How Boycott became a word – and a powerful strategy in Ireland’s Land Wars

In 1880 – 140 years ago – one of the most significant events in the social history took place on the estate of Lord Erne near Lough Mask in Mayo.

It involved a campaign of social and economic ostracism – collective actions which have been known ever since by the name of Erne’s land agent Captain Charles Boycott. The actions of ordinary people bequeathed a new and significant verb to the English language.

At this time 80% of all the land in Ireland was owned by landlords, most of them absentee, with most of their tenants occupying holdings of less than 15 acres. During the 1870s, with bad harvests and the constant threat of famine, landlords refused to lower the rents and instead began evicting those who could not pay. Like many other agents Captain Boycott was involved in the forced eviction of desperate people. By 1880, however, In 1880, the Land League had begun its campaign for tenant’s rights, and tenants were being urged to take action against greedy landlords.

Fight between Land Leagers and Police from the book Life and times of William E. Gladstone

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The Mayo Land League called for the shunning of Captain Boycott in response to planned evictions, urging all to withdraw their labor and services. Shops refused to serve him, and no workers could be found to harvest his crops. When Boycott tried to serve eviction notices under the protection of the local constabulary, the RIC, women threw stones and mud at them. Local shops in Ballinrobe refusing to serve him, and the local blacksmith withdrew his services.

Louth and Monaghan Orangemen were brought in to gather the harvest for Captain Boycott under the protection of 1,000 RIC men and Royal Hussars. It eventually cost the government £10,000 to take in £500 in crops.

Charles Stewart Parnell was fully behind the campaign and urged that transgressors against the boycott be “shunned.” This was a curiously old means of dealing with those who broke community mores and had very old roots particularly perhaps among the isolated religious communities of Pilgrim America.  The campaign also included a rare strike by farm labourers for higher wages.

The boycott spread to other estates in 1880 to 1882, and in December 1880 led to Parnell and other Land League leaders being tried for conspiracy to stop the payment of rent.

In political terms, the campaign was a massive success and led to the effective victory of the League in securing the “three Fs” of fair rent, fixity of tenure and free sale.

The downside of that was that the Land Law (1881) Act was accompanied by, indeed preceded by, a new Coercion Act under the hated William Buckshot Forster.

It had taken a generation for the Irish rural population to recover some of its spirit as the country recovered somewhat from the Famine or starvation.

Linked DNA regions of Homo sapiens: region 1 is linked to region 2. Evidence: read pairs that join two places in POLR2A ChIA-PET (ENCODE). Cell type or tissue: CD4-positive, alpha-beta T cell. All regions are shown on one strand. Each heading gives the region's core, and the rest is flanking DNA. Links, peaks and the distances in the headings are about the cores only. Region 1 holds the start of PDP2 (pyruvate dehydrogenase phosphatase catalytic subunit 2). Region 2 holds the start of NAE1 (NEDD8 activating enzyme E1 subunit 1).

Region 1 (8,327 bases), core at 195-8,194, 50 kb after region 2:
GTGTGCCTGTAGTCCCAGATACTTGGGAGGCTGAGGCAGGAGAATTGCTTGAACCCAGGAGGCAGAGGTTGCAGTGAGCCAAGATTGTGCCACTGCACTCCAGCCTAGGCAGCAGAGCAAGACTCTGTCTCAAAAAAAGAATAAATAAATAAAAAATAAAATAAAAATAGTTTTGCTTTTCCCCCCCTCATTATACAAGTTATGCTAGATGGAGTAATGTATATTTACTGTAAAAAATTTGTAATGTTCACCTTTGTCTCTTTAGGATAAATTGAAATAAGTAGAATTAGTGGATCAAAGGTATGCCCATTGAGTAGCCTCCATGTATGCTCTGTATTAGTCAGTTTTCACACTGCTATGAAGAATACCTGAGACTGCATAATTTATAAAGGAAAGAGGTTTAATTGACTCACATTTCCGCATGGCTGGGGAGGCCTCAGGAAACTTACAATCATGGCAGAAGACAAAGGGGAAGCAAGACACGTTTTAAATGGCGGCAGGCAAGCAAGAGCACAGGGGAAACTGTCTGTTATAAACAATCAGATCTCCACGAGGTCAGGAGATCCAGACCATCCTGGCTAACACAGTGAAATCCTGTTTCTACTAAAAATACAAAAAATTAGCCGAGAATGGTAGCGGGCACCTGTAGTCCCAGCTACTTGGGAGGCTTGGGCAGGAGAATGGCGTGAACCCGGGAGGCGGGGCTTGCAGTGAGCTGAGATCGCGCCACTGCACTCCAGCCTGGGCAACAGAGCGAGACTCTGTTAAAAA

Curiously, as in other instances, it was such a recovery that emboldened people to assert themselves once more. A defeated demoralised people tend not to make revolutionaries.

It was this which encouraged the foundation of the Land League which became aligned to a more militant political strategy under the leadership of Parnell.

The boycotts, strikes and other manifestations of resistance marked a significant shift towards a more optimistic outlook.

The involvement of the Orangemen, many of them from not too dissimilar social and economic background illustrated the deeply reactionary nature of Orangeism.

The orangemen labourers having dinner on Captain Boycott’s farm. Credit:

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The Land War of which the boycotts were an integral part was the most important social revolution to take place here. Ownership of the land was central to the Conquest that began in the 12th century and witnessed the effective transfer of ownership to native farmers.

Some left-wing historians have argued that the solution of the land question avoided a wider socialist revolution. Which is to miss the point entirely.

The Ken Loach school of historiography is based on imaginary “Soviets” which were no more than aggravated strikes, and land collectivisation. None of them have a good history.

The immediate aftermath of the Land War witnessed events like the Phoenix Park killings, the prime target of which conspiracy had been Forster but he managed to avoid his fate.

All of that was perhaps the outworking of frustration and the desire for revenge. It was not a good time for Irish Fenianism which took another generation to recover and to become perhaps the key influence on the revolutionary political military and cultural movements of the later 19th and earlier 20th centuries.


Father O’Malley advises the crowd. Father John O’Malley was the parish priest at the Neale (where Lord Erne’s estates were located). He was also the president of the Ballinrobe Land League in 1880. Fr. John O’Malley was one of the leaders of the Boycott movement and is credited both with being the “inventor” of the term Boycott and of leading the tenant farmers in the movement. He was also responsible for building the church in the Neale in 1875 and the school in the Neale in 1883.  Credit: From the Print collection of Maggie Land Blanck, The Graphic, November 27, 1880

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